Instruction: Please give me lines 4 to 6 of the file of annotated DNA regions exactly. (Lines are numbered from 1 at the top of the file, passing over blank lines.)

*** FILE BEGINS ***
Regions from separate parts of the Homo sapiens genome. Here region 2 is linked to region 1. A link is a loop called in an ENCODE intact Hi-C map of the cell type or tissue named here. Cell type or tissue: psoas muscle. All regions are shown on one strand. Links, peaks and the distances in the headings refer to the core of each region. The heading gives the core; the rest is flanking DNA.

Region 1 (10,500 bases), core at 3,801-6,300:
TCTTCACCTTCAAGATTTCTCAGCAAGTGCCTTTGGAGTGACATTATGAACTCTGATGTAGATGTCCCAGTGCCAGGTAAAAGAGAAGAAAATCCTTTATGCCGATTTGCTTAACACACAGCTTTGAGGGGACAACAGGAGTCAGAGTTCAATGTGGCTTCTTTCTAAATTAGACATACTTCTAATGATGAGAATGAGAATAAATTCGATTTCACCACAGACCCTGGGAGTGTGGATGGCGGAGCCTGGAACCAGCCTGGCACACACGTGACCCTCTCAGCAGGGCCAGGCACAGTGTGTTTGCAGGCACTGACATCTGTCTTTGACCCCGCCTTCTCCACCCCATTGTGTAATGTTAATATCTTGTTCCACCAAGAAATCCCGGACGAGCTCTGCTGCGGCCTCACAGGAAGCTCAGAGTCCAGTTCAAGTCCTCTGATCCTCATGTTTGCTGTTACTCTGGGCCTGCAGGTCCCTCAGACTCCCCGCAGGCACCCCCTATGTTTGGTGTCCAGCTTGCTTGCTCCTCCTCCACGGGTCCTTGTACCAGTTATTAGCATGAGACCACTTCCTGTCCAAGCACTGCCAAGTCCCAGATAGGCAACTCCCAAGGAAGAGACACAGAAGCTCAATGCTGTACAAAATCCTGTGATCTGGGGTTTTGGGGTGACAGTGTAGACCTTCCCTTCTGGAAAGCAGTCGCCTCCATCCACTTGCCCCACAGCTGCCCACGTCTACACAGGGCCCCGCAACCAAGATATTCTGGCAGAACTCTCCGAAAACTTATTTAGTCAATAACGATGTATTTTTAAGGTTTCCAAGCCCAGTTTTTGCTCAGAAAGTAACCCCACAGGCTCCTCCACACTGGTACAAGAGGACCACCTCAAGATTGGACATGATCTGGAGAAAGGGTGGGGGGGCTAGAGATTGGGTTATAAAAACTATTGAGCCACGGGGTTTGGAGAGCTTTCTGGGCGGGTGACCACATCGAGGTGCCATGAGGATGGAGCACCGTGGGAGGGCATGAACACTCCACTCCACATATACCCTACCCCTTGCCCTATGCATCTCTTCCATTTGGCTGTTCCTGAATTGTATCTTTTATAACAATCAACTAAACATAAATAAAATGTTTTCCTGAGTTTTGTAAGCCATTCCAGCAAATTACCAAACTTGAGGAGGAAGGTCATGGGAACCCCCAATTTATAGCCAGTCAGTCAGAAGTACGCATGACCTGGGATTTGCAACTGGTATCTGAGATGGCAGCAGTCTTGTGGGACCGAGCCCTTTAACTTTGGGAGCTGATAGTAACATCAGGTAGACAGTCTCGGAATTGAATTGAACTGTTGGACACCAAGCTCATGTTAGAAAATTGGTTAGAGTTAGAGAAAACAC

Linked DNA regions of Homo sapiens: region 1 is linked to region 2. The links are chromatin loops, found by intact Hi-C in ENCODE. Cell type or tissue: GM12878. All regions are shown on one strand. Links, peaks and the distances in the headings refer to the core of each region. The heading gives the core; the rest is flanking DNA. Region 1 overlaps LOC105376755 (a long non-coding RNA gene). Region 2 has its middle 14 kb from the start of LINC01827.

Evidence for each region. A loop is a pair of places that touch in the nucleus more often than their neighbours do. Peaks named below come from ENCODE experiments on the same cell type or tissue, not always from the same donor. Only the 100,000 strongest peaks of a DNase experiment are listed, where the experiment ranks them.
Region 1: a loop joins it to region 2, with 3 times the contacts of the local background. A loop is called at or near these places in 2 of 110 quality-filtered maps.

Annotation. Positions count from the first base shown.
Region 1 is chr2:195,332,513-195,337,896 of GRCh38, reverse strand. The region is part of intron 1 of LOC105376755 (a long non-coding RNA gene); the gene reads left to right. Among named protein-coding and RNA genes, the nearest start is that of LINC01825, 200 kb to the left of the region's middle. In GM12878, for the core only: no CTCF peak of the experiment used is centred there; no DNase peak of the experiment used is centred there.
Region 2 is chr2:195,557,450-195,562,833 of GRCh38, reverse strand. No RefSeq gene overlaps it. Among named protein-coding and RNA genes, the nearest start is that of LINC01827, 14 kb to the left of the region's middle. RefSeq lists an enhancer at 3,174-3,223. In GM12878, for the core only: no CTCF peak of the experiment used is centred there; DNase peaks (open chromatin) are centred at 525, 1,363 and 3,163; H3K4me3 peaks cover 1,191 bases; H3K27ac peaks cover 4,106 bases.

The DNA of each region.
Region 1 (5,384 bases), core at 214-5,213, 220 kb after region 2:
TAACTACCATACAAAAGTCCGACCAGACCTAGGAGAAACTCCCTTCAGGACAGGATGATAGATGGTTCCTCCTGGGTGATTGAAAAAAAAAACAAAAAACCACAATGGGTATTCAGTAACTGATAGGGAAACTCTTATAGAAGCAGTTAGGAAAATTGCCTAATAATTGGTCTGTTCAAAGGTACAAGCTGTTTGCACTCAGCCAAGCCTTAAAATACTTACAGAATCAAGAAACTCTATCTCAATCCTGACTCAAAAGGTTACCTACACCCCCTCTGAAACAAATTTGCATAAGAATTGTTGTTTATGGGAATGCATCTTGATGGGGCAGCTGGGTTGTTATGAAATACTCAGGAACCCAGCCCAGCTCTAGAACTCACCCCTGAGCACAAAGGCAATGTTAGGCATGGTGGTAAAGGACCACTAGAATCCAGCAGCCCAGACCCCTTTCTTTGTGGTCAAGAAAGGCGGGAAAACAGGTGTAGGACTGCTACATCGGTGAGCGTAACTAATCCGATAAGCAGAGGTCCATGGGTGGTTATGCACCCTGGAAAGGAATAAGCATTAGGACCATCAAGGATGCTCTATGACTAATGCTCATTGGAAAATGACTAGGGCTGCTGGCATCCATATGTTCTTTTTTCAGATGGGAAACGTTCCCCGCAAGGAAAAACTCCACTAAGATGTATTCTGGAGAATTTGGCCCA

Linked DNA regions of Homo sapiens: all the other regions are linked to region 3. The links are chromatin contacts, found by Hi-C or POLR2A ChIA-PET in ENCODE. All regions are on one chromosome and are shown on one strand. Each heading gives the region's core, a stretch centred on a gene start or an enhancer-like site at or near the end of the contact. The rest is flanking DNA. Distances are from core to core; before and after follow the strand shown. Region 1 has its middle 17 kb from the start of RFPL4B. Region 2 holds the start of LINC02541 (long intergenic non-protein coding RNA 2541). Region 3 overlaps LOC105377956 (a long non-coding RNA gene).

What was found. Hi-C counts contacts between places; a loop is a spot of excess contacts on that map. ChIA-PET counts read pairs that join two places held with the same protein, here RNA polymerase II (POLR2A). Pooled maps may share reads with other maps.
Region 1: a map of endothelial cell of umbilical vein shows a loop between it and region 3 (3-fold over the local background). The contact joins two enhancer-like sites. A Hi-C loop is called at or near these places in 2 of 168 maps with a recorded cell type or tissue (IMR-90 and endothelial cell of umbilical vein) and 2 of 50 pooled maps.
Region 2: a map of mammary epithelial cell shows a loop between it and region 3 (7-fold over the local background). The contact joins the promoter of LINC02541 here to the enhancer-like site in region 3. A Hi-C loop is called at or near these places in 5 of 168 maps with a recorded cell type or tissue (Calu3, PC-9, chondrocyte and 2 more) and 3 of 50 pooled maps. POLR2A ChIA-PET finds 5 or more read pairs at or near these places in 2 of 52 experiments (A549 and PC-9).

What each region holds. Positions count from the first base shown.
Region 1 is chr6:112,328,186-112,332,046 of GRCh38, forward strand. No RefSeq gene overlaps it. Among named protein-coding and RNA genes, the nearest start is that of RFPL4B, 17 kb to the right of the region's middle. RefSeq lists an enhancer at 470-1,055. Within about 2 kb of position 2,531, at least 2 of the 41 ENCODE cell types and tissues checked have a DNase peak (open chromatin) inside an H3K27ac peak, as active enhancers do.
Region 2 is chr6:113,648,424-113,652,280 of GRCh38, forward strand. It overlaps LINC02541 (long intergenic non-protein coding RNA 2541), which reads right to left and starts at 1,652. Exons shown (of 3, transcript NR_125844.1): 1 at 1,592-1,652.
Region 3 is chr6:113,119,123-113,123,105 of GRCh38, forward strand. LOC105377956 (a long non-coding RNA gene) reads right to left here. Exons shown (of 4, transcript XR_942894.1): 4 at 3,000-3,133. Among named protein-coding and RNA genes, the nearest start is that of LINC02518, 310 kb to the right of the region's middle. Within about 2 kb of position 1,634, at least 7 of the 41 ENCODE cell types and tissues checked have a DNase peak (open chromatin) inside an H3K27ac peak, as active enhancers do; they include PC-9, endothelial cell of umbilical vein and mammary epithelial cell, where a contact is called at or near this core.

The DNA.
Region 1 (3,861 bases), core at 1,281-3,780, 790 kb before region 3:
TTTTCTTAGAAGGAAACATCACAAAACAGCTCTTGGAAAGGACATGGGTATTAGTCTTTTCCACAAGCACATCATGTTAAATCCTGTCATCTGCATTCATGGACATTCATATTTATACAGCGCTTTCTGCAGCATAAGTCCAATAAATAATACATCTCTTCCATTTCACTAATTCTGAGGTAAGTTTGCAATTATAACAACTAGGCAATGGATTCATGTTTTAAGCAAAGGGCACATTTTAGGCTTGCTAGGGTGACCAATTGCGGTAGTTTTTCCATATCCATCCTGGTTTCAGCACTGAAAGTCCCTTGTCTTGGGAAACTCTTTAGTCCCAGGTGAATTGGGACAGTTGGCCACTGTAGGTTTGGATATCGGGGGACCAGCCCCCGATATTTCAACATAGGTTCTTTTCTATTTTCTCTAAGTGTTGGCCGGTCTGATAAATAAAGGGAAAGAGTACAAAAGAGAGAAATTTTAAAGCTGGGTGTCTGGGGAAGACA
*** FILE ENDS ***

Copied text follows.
Linked DNA regions of Homo sapiens: region 1 is linked to region 2. The links are chromatin loops, found by intact Hi-C in ENCODE. Cell type or tissue: GM12878. All regions are shown on one strand. Links, peaks and the distances in the headings refer to the core of each region. The heading gives the core; the rest is flanking DNA. Region 1 overlaps LOC105376755 (a long non-coding RNA gene). Region 2 has its middle 14 kb from the start of LINC01827.

Evidence for each region. A loop is a pair of places that touch in the nucleus more often than their neighbours do. Peaks named below come from ENCODE experiments on the same cell type or tissue, not always from the same donor. Only the 100,000 strongest peaks of a DNase experiment are listed, where the experiment ranks them.
Region 1: a loop joins it to region 2, with 3 times the contacts of the local background. A loop is called at or near these places in 2 of 110 quality-filtered maps.